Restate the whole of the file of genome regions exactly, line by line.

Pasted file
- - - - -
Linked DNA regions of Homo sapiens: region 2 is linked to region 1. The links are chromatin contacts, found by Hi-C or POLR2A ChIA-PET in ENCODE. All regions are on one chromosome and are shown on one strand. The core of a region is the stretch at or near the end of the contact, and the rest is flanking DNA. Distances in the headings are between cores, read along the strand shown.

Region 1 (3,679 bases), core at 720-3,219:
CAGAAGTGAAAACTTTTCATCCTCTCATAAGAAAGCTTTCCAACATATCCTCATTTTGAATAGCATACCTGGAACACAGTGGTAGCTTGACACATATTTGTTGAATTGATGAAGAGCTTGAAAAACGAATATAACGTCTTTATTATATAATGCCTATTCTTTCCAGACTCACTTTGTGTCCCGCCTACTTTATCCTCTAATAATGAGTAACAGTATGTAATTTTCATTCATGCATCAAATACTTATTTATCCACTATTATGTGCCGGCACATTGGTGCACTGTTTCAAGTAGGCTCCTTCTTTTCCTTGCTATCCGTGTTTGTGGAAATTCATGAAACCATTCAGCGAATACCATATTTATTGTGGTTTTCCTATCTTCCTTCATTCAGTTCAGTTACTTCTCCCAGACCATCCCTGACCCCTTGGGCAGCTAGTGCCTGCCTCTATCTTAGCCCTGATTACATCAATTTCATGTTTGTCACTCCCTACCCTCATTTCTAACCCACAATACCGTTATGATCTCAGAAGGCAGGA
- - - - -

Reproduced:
Linked DNA regions of Homo sapiens: region 2 is linked to region 1. The links are chromatin contacts, found by Hi-C or POLR2A ChIA-PET in ENCODE. All regions are on one chromosome and are shown on one strand. The core of a region is the stretch at or near the end of the contact, and the rest is flanking DNA. Distances in the headings are between cores, read along the strand shown.

Region 1 (3,679 bases), core at 720-3,219:
CAGAAGTGAAAACTTTTCATCCTCTCATAAGAAAGCTTTCCAACATATCCTCATTTTGAATAGCATACCTGGAACACAGTGGTAGCTTGACACATATTTGTTGAATTGATGAAGAGCTTGAAAAACGAATATAACGTCTTTATTATATAATGCCTATTCTTTCCAGACTCACTTTGTGTCCCGCCTACTTTATCCTCTAATAATGAGTAACAGTATGTAATTTTCATTCATGCATCAAATACTTATTTATCCACTATTATGTGCCGGCACATTGGTGCACTGTTTCAAGTAGGCTCCTTCTTTTCCTTGCTATCCGTGTTTGTGGAAATTCATGAAACCATTCAGCGAATACCATATTTATTGTGGTTTTCCTATCTTCCTTCATTCAGTTCAGTTACTTCTCCCAGACCATCCCTGACCCCTTGGGCAGCTAGTGCCTGCCTCTATCTTAGCCCTGATTACATCAATTTCATGTTTGTCACTCCCTACCCTCATTTCTAACCCACAATACCGTTATGATCTCAGAAGGCAGGA